On-line Education vs. Real education
June 30, 2010 2 Comments
I was particularly intrigued to come across this paper describing an experiment comparing student performance in distance education and regular education. I teach PS 31o Public Policy and my lectures are recorded to be streamed on-line for distance education students. To make up for the in-class aspect, I supplement the on-line version with a forum to discuss current events and major policy issues from the class. My sense has been that the most motivated and disciplined students can have a nearly equal educational experience to those sitting in the classroom with me (though I would argue that an important part of the college experience is the relationships formed between faculty and student, which really doesn’t happen in an on-line course). Anyway, the researchers randomly placed students in an on-line or “live” version of the class and compared performance. Here’s the summary:
This paper presents the first experimental evidence on the effects of live versus internet media of instruction. Students in a large introductory microeconomics course at a major research university were randomly assigned to live lectures versus watching these same lectures in an internet setting, where all other factors (e.g., instruction, supplemental materials) were the same. Counter to the conclusions drawn by a recent U.S. Department of Education meta-analysis of non-experimental analyses of internet instruction in higher education, we find modest evidence that live-only instruction dominates internet instruction. These results are particularly strong for Hispanic students, male students, and lower-achieving students. We also provide suggestions for future experimentation in other settings.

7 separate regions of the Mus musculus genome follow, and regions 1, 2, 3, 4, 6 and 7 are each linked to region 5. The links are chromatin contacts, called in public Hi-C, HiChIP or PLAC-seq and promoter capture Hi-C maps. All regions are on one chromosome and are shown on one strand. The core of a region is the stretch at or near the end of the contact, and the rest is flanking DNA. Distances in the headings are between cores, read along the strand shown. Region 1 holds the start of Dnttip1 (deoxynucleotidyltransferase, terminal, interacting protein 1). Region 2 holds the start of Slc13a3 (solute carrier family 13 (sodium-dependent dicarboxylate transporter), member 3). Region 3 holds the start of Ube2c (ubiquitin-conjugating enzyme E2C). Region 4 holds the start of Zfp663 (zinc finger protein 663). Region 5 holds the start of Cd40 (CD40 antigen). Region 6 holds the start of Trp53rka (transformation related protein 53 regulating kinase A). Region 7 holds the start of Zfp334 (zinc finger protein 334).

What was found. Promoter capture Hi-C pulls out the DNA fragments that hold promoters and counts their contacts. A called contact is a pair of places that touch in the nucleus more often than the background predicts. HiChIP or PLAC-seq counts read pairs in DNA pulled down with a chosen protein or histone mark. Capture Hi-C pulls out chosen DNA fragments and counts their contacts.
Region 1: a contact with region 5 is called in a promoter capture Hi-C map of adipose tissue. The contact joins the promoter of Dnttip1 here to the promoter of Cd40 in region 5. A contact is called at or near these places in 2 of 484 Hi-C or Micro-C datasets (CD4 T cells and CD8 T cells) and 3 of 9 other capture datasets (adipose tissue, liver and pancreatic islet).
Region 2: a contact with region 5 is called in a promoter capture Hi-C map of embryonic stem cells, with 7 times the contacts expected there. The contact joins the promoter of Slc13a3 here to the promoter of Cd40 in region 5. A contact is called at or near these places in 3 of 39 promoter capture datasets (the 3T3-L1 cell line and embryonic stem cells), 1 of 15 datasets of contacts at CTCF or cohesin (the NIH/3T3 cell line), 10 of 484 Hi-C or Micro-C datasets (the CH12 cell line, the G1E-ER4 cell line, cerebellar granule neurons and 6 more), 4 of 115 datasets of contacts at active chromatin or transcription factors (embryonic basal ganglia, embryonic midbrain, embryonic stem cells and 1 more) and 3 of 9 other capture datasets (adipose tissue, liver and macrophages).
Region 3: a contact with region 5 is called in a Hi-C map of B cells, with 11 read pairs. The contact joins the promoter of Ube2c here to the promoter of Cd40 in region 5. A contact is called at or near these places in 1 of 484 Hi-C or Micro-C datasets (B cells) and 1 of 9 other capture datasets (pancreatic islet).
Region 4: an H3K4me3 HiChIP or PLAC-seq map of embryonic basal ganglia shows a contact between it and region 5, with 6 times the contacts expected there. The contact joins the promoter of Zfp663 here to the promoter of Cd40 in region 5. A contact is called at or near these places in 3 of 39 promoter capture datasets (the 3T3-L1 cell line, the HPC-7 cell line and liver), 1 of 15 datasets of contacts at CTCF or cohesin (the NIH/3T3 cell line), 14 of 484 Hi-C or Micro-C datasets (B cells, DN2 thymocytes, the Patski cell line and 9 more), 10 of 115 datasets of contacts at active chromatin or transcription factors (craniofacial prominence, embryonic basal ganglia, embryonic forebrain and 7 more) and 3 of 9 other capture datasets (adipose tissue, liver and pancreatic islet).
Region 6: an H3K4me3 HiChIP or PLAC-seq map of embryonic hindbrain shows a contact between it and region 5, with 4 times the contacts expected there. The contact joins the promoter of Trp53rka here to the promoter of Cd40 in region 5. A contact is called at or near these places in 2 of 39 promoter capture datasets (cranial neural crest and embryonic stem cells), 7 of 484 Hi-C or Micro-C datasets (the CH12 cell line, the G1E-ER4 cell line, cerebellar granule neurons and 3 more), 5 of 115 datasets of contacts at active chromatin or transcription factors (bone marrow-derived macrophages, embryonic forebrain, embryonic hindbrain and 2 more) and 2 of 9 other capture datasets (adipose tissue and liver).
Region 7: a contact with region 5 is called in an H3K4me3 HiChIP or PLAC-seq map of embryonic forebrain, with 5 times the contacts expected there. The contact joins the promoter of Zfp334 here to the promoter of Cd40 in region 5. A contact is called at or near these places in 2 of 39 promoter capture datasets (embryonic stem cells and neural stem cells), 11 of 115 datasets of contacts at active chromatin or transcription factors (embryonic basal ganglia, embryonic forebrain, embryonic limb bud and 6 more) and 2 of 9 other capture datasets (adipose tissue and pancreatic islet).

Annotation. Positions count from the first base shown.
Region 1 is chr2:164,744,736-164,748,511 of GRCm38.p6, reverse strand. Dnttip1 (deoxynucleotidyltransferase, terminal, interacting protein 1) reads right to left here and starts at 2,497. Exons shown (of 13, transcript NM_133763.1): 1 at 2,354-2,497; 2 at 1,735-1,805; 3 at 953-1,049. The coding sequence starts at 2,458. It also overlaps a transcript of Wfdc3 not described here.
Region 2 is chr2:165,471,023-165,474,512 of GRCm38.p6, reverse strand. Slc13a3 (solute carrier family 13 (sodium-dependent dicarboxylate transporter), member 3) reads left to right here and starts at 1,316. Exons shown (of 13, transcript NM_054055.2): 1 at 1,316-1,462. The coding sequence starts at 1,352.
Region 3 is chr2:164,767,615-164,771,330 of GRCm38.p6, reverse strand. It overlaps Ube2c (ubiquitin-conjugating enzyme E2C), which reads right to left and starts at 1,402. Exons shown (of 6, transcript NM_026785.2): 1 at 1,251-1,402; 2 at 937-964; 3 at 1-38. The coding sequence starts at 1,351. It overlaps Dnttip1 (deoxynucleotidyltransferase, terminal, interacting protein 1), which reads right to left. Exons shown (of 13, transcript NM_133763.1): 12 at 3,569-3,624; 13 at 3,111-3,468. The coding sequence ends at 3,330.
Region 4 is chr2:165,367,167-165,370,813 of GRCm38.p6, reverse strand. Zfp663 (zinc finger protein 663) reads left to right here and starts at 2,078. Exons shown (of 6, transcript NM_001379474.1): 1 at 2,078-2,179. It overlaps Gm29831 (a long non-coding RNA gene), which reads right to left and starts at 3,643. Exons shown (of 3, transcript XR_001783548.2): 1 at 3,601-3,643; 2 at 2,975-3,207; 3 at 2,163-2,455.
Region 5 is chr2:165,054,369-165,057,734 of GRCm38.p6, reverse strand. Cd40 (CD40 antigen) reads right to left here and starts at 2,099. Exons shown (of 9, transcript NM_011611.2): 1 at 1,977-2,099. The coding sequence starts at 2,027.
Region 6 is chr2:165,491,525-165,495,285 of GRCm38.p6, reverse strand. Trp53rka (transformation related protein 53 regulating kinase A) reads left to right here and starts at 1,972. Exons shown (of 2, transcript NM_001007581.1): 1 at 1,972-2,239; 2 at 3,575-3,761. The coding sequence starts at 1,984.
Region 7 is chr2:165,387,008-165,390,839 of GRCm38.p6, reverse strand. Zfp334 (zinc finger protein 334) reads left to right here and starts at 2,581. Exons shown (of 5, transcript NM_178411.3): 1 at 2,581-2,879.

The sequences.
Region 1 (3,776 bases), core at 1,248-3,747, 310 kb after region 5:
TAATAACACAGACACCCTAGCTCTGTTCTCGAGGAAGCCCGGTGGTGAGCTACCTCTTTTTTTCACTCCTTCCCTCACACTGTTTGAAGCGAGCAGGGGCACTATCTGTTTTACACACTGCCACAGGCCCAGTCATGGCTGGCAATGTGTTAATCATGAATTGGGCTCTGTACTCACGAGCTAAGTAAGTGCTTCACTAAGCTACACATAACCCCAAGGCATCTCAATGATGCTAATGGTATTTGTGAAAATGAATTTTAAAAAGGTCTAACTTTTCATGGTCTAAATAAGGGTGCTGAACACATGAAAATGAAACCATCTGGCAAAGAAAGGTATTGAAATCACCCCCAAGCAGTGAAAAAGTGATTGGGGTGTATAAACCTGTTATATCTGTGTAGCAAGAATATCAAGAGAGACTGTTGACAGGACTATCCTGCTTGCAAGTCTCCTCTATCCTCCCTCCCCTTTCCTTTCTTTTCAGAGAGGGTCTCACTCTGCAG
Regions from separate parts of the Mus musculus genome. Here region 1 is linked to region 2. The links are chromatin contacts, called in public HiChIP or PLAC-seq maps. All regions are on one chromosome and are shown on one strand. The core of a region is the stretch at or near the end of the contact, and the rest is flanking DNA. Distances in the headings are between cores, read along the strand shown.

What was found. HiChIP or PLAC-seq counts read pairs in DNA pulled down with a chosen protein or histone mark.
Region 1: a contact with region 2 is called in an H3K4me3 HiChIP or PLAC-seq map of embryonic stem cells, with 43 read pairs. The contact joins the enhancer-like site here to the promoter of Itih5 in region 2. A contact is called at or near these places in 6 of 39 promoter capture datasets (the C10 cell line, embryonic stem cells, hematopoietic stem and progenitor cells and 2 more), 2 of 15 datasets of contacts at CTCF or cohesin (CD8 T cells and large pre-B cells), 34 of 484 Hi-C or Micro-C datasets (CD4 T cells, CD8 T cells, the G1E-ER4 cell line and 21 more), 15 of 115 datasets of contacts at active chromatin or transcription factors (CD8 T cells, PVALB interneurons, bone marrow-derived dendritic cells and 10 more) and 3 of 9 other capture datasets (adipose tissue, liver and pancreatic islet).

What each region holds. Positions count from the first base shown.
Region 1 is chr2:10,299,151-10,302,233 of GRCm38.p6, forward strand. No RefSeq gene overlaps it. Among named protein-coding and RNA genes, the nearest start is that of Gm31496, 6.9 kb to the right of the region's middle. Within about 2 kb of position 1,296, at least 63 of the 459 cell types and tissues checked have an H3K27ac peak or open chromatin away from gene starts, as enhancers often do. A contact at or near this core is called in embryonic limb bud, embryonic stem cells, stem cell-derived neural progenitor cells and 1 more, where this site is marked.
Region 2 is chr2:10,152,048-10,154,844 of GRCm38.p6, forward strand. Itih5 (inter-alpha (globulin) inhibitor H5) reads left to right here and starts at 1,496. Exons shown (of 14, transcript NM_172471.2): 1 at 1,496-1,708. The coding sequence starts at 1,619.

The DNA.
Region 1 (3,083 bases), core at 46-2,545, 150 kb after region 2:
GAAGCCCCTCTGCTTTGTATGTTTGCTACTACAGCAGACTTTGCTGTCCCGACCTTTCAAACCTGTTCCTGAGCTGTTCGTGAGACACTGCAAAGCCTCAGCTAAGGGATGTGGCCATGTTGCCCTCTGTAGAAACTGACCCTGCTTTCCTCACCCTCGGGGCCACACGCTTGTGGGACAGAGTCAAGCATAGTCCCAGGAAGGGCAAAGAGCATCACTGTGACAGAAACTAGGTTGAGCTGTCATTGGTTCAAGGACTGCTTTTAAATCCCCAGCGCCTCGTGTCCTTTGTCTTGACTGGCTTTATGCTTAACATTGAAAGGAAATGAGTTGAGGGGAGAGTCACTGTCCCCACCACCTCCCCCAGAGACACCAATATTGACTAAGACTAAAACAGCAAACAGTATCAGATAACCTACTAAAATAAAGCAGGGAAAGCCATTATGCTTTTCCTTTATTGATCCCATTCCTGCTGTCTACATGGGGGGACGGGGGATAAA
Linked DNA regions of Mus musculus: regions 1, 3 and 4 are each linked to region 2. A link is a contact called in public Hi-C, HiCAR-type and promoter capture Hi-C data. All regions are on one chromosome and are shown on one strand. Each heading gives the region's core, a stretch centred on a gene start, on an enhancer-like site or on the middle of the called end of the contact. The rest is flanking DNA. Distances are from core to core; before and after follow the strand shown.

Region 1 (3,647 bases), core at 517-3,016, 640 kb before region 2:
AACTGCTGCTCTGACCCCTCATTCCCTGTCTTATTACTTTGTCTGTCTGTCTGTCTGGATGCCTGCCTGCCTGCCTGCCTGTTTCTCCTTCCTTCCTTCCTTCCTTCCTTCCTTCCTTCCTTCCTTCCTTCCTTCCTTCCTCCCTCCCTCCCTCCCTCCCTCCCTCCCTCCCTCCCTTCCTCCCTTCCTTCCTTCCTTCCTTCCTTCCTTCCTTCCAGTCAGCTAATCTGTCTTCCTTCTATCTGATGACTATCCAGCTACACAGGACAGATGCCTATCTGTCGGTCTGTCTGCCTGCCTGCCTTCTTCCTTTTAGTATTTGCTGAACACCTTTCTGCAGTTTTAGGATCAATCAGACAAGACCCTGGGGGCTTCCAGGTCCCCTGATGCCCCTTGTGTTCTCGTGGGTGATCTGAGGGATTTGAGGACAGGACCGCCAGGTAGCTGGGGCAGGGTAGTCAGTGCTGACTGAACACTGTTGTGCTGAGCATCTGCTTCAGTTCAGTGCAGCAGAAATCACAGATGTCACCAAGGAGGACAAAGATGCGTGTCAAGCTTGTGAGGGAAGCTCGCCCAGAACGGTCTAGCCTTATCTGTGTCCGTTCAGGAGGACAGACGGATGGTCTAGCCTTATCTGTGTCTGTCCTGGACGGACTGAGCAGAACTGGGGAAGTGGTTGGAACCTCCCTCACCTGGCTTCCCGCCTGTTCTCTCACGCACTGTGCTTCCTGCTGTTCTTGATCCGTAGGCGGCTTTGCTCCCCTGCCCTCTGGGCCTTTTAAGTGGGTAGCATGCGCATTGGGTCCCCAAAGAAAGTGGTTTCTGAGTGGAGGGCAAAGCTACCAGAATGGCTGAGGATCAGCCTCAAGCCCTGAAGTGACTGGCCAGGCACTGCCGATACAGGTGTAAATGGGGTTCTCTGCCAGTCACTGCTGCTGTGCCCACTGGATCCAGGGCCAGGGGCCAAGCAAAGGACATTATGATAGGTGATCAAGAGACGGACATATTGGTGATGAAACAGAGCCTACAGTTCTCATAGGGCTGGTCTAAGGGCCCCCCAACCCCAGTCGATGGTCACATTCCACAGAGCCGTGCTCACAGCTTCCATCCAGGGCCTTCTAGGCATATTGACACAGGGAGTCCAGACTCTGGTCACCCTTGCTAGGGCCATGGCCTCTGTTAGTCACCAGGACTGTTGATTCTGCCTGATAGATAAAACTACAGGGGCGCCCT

Overall, the findings are not actually that robust, rather it is the interactions– i.e., certain sub-groups seem to suffer disproportionately in Distance Ed. From the paper:
That said, our strongest findings in favor of live instruction are for the relatively low-achieving students, male students, and Hispanic students. These are precisely the students who are more likely to populate the less selective universities and community colleges. These students may well be disadvantaged by the movement to online education and, to the extent that it is the less selective institutions and community colleges that are most fully embracing online education, inadvertently they may be harming a significant portion of their student body.
That’s obviously a very real concern. In my experience, strong students do just as well in the class, and students who are prone to struggle, struggle all the more without the regular structure of a “live” class. Not sure if this means I should do anything different as an instructor, but I do think colleges, including NC State, really need to think hard about just how far they expand on-line education.